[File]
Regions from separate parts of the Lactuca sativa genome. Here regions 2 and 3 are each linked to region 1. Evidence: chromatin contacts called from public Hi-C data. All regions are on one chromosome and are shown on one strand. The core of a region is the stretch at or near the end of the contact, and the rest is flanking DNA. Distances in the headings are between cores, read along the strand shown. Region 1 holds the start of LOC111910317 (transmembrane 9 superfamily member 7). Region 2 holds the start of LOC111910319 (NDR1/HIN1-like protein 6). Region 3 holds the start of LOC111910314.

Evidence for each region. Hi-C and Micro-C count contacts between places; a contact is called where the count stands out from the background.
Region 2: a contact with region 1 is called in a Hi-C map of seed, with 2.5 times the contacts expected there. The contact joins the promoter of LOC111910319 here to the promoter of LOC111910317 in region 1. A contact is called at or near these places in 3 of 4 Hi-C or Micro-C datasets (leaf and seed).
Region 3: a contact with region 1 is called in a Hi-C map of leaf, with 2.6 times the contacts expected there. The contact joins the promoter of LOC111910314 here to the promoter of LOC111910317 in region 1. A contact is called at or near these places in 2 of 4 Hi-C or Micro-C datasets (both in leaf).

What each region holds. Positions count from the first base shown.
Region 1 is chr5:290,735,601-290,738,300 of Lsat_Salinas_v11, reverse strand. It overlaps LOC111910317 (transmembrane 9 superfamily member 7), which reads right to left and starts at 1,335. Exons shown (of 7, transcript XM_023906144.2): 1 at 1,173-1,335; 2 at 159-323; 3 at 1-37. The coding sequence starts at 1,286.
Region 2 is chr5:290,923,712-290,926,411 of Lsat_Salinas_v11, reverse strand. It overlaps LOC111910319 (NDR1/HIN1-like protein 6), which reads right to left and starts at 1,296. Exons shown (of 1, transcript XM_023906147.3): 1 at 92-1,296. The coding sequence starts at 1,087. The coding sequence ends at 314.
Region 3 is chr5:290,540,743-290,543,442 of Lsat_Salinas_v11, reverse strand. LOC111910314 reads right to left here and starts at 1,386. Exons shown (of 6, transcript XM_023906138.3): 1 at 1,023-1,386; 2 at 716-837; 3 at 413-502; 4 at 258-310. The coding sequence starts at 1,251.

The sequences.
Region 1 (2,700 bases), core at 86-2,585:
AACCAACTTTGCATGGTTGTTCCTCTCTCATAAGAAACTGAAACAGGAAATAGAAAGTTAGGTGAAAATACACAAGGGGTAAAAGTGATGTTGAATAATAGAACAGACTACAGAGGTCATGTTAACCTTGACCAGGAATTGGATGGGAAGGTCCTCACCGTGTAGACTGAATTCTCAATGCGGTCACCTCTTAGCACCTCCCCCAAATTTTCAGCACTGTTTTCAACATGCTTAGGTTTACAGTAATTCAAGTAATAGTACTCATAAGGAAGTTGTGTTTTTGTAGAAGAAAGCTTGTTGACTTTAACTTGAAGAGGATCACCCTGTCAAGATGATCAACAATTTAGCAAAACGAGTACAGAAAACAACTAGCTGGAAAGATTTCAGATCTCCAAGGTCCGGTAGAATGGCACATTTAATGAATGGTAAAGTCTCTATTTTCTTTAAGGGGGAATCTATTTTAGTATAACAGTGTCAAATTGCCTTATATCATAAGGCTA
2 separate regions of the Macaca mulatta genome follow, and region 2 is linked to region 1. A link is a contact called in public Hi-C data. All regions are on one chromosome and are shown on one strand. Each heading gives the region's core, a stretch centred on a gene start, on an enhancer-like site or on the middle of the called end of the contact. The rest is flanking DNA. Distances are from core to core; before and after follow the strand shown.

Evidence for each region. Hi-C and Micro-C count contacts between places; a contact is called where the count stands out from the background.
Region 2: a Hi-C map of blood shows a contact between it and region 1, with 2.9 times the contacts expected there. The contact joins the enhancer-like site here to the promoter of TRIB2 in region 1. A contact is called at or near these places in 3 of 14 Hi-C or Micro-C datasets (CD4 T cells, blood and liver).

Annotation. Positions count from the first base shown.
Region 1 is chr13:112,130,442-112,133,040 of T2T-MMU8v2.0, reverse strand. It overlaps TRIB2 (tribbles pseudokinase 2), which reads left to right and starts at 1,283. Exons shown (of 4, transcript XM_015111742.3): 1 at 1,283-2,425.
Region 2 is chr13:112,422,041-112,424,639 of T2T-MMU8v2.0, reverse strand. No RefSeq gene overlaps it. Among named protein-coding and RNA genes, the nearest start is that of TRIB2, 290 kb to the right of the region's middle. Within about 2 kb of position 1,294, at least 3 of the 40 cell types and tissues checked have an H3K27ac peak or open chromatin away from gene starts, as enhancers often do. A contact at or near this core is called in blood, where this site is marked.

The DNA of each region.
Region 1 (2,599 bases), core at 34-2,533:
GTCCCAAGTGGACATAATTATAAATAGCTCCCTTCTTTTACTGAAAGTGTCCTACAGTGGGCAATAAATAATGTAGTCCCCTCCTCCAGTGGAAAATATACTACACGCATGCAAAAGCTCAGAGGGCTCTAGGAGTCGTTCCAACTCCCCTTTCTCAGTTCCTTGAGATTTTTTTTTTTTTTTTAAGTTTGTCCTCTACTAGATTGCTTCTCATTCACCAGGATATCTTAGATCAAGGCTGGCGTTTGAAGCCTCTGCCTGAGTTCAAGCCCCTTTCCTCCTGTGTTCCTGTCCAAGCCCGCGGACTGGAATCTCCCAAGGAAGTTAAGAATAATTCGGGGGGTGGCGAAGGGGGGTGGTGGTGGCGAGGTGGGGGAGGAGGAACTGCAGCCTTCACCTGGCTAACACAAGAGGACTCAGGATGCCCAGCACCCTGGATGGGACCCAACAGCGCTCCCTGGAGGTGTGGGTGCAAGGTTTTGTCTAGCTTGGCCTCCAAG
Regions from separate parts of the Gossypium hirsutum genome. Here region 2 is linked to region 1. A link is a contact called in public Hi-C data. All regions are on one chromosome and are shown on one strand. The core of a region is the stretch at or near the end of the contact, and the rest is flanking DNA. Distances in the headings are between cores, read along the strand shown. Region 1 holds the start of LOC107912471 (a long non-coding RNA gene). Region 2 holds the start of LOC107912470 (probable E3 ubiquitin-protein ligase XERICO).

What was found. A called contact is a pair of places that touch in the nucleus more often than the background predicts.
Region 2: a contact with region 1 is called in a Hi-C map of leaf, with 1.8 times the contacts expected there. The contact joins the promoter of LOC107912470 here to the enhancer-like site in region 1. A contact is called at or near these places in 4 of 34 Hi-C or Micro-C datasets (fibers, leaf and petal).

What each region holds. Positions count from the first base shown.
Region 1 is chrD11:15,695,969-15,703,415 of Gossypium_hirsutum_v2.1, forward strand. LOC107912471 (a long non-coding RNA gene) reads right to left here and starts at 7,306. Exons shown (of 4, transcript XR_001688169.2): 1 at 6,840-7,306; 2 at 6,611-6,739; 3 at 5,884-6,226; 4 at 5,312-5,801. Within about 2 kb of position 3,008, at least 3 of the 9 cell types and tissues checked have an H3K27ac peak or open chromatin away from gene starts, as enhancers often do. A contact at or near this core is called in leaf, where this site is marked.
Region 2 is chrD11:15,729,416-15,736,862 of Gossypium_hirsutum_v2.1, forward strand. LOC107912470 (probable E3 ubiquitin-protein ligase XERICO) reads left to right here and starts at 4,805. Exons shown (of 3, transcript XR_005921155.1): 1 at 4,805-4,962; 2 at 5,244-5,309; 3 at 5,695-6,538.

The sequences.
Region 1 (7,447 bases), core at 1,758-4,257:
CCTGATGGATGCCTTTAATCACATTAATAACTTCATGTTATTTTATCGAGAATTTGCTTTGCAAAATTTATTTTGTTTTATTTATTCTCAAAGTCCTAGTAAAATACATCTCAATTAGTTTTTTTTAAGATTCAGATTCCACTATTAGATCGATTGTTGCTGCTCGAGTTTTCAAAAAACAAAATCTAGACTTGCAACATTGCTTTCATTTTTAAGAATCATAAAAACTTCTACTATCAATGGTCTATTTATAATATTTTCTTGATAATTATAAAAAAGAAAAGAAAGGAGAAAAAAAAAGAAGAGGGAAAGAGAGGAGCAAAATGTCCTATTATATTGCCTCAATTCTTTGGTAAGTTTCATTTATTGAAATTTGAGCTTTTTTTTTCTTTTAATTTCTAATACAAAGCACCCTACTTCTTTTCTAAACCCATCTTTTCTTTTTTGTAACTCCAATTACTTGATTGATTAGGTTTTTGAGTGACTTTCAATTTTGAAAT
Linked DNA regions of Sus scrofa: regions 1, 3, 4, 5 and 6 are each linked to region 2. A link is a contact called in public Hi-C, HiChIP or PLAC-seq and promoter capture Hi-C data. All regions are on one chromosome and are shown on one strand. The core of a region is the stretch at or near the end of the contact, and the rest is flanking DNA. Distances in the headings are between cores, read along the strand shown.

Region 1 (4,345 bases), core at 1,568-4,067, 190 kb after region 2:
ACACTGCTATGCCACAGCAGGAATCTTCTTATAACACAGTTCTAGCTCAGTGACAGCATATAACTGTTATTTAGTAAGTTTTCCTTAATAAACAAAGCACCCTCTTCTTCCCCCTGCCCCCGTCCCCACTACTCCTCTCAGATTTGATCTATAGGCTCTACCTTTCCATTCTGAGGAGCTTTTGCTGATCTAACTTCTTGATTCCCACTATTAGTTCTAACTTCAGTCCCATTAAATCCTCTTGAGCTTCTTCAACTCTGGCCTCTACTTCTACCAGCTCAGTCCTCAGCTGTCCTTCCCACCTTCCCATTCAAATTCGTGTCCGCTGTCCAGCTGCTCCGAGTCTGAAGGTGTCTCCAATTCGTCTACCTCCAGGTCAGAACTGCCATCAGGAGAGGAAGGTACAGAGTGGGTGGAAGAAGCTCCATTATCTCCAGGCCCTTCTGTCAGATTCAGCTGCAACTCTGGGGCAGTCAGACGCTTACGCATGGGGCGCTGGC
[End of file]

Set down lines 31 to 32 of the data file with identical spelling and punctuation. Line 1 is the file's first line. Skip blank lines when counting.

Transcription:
Region 1 (4,345 bases), core at 1,568-4,067, 190 kb after region 2:
ACACTGCTATGCCACAGCAGGAATCTTCTTATAACACAGTTCTAGCTCAGTGACAGCATATAACTGTTATTTAGTAAGTTTTCCTTAATAAACAAAGCACCCTCTTCTTCCCCCTGCCCCCGTCCCCACTACTCCTCTCAGATTTGATCTATAGGCTCTACCTTTCCATTCTGAGGAGCTTTTGCTGATCTAACTTCTTGATTCCCACTATTAGTTCTAACTTCAGTCCCATTAAATCCTCTTGAGCTTCTTCAACTCTGGCCTCTACTTCTACCAGCTCAGTCCTCAGCTGTCCTTCCCACCTTCCCATTCAAATTCGTGTCCGCTGTCCAGCTGCTCCGAGTCTGAAGGTGTCTCCAATTCGTCTACCTCCAGGTCAGAACTGCCATCAGGAGAGGAAGGTACAGAGTGGGTGGAAGAAGCTCCATTATCTCCAGGCCCTTCTGTCAGATTCAGCTGCAACTCTGGGGCAGTCAGACGCTTACGCATGGGGCGCTGGC